Crime in the Suites

Crime in the Suites

Though Enron earned the limelight for its financial impropriety,
William Greider shows how many other corporations deserve the same
attention. In The Nation magazine, Greider argues
that Enron and its banking, accounting, and political counterparts
uncover a deeper scandal – ‘the failure of market orthodoxy
itself.’

Corporations such as IT and Telecom giant Global Crossings, and the
baby Bell Lucent Technologies should certainly be counted alongside
Enron. Right before Global Crossings’ stock tanked CEO Gary Wincing
cashed out for $600 million without a word to the shareholders —
many of whom were employees who accepted stock as part of their
retirement packages. At Lucent, employees suffered a similar fate
with executives who sold $12 million of their shares back to the
company before their stocks crashed.

So are all major corporations doomed to be corrupt? Maybe, but even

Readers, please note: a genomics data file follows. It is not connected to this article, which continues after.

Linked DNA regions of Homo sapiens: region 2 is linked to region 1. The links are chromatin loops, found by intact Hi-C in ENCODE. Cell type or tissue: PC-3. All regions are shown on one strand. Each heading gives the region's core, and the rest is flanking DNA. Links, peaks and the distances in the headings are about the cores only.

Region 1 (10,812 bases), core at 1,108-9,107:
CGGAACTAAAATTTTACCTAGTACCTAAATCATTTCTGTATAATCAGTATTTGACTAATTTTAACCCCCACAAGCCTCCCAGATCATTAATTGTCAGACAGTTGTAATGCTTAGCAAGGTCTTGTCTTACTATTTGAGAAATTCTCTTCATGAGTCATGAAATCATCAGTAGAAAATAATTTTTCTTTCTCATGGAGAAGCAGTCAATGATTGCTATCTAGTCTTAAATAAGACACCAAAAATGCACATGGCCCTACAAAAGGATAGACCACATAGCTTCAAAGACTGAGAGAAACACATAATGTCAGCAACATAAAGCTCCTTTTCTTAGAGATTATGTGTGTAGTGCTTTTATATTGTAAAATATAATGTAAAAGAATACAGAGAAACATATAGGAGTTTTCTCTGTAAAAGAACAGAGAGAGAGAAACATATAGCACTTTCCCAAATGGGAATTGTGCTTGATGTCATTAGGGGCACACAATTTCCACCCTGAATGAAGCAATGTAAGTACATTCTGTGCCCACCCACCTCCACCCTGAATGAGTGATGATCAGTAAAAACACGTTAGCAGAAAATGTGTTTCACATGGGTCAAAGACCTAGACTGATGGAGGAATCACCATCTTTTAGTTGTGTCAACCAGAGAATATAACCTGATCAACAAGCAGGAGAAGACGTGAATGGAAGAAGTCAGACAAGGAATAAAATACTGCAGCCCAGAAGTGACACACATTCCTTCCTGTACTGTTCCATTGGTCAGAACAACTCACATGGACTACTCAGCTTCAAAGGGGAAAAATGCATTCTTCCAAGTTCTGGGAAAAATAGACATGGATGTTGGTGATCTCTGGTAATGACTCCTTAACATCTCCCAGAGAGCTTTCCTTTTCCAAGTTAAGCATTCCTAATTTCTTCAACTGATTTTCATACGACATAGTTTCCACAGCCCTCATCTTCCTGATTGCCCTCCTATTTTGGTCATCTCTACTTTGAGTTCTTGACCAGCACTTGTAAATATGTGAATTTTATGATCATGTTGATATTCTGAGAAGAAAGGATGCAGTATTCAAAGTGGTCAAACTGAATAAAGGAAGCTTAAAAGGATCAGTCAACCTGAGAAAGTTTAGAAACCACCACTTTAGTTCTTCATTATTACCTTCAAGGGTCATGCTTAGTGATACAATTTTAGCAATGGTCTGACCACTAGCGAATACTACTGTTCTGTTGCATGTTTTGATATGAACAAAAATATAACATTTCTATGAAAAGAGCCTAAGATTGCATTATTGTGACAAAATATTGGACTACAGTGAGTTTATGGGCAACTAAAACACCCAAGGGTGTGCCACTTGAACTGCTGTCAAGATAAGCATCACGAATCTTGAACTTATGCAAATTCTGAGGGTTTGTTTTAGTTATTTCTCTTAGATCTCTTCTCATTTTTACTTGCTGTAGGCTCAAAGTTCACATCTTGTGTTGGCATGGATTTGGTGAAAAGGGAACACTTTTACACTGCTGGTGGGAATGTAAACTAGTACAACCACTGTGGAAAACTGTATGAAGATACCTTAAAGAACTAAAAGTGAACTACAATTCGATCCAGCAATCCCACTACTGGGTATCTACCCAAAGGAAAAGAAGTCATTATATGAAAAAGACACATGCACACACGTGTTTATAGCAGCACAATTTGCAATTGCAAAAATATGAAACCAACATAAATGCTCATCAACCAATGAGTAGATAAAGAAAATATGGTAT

if that were the case, Greider argues that employees (unionized or
not) should have the ability to supervise their own pension funds
and 401 (k) plans. At least they could help protect their own
investments.

But more than just swindling their employees, many of these
companies with close ties to politicians in D.C. and bankers in New
York have contributed to ‘the insidious corruption of democracy by
political money.’ How do we right this wrong? American voters will
have to demand campaign finance reform, because, as Greider puts
it, so long as democracy is for sale, the looting is unlikely to
stop.
–Sara V. Buckwitz
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